src/app/trivia-game/trivia-game.component.ts

import { Component, OnInit } from '@angular/core';
import { Player, PlayerService } from '../player.service';
import 'rxjs/Rx';

@Component({
  selector: 'app-trivia-game',
  templateUrl: './trivia-game.component.html',
  styleUrls: ['./trivia-game.component.css']
})
export class TriviaGameComponent implements OnInit {

  players: Player[];
  errorMessage: string;

  constructor(private playerService: PlayerService) { }

    ngOnInit() {
        this.getPlayers();
    }

    getPlayers() {
        this.playerService
            .getPlayers()
            .subscribe(
                players => this.players = players,
                error => this.errorMessage = <any>error
            );
    }
}


We’ll get a CORS error now so let’s enable CORS for our API (switch back to our backend API directory for the next commands):

composer require barryvdh/laravel-cors


app/Http/Kernel.php

protected $middlewareGroups = [
    'web' => [
    ...
    \Barryvdh\Cors\HandleCors::class,
    ],

    'api' => [
        ...
    \Barryvdh\Cors\HandleCors::class,
    ],
];


Display List of Players in Angular

src/app/trivia-game/trivia-game.component.html

<div>
    <span class="help is-info" *ngIf="isLoading">Loading...</span>
    <span class="help is-error" *ngIf="errorMessage">{{ errorMessage }}</span>
    <table class="table" *ngIf="!isLoading && !errorMessage">
        <thead>
            <tr>
                <th>ID</th>
                <th>Name</th>
                <th>Answers</th>
                <th>Points</th>
                <th>Actions</th>
            </tr>
        </thead>
        <tbody>
            <tr *ngFor="let player of players">
                <td>{{ player.id }}</td>
                <td>{{ player.name }}</td>
                <td>{{ player.answers }}</td>
                <td>{{ player.points }}</td>
                <td>
                    <button class="button is-primary">Delete Player</button>
                </td>
            </tr>
        </tbody>
    </table>
</div>


We’ll also modify our TriviaGameComponent class to include the isLoading property (initialized to true and set to false after the list of players is retrieved from the server), and our Player model and service to include an isUpdating flag for every player (initialized to false):

src/app/trivia-game/trivia-game.component.ts

...
import { OktaAuthService } from '@okta/okta-angular';
import { Player, PlayerService } from '../player.service';
...

export class TriviaGameComponent implements OnInit {

    players: Player[];
    errorMessage: string;
    isLoading: boolean = true;

    constructor(private playerService: PlayerService,
                private oktaAuth: OktaAuthService) { }

    async ngOnInit() {
        await this.oktaAuth.getAccessToken();
        this.getPlayers();
    }

    getPlayers() {
        this.playerService
            .getPlayers()
            .subscribe(
                players => {
                    this.players = players
                    this.isLoading = false
                },
                error => {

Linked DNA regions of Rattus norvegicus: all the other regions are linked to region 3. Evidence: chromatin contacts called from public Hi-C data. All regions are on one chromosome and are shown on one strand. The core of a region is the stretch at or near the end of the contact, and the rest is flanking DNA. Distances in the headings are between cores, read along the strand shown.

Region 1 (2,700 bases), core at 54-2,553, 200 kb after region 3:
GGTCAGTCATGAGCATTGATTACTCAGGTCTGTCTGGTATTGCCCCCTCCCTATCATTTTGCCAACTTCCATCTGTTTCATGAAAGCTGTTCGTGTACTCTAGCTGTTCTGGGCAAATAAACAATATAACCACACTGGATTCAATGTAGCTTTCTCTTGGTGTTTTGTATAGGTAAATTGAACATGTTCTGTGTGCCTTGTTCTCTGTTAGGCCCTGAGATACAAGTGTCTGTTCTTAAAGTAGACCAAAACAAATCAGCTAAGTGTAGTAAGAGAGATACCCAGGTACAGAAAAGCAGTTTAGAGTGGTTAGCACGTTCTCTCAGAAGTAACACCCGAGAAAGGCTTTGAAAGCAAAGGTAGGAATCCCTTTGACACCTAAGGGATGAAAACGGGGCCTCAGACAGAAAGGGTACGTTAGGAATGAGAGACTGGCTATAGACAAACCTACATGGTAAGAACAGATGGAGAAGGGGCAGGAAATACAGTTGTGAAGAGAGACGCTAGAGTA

this.errorMessage = <any>error
                    this.isLoading = false
                }
            );
    }


src/app/player.service.ts

export interface Player {
  ...
    isUpdating: boolean,
}
...

    getPlayers(): Observable<Player[]> {
        return this.http.get(API_URL + '/api/players',
            new RequestOptions({ headers: this.headers })
        )
        .map(res => {
          let modifiedResult = res.json().data
                modifiedResult = modifiedResult.map(function(player) {
            player.isUpdating = false;
            return player;
          });
          return modifiedResult;
        });
    }


src/app/trivia-game/trivia-game.component.ts

findPlayer(id): Player {
    return this.players.find(player => player.id === id);
}

isUpdating(id): boolean {
    return this.findPlayer(id).isUpdating;
}


Secure the Backend API with Okta

We need to secure our backend API so it authenticates the Okta token and only allows authorized requests. Let’s install the packages we need to be able to verify tokens and create a custom middleware:

composer require okta/jwt-verifier spomky-labs/jose guzzlehttp/psr7
php artisan make:middleware AuthenticateWithOkta


app/Http/Middleware/AuthenticateWithOkta.php

<?php
namespace App\Http\Middleware;

use Closure;

class AuthenticateWithOkta
{
    /**
     * Handle an incoming request.
     *
     * @param  \Illuminate\Http\Request  $request
     * @param  \Closure  $next
     * @return mixed
     */
    public function handle($request, Closure $next)
    {
        if ($this->isAuthorized($request)) {
            return $next($request);
        } else {
            return response('Unauthorized.', 401);
        }
    }

    public function isAuthorized($request)
    {
        if (! $request->header('Authorization')) {
            return false;
        }

        $authType = null;
        $authData = null;

        // Extract the auth type and the data from the Authorization header.
        @list($authType, $authData) = explode(" ", $request->header('Authorization'), 2);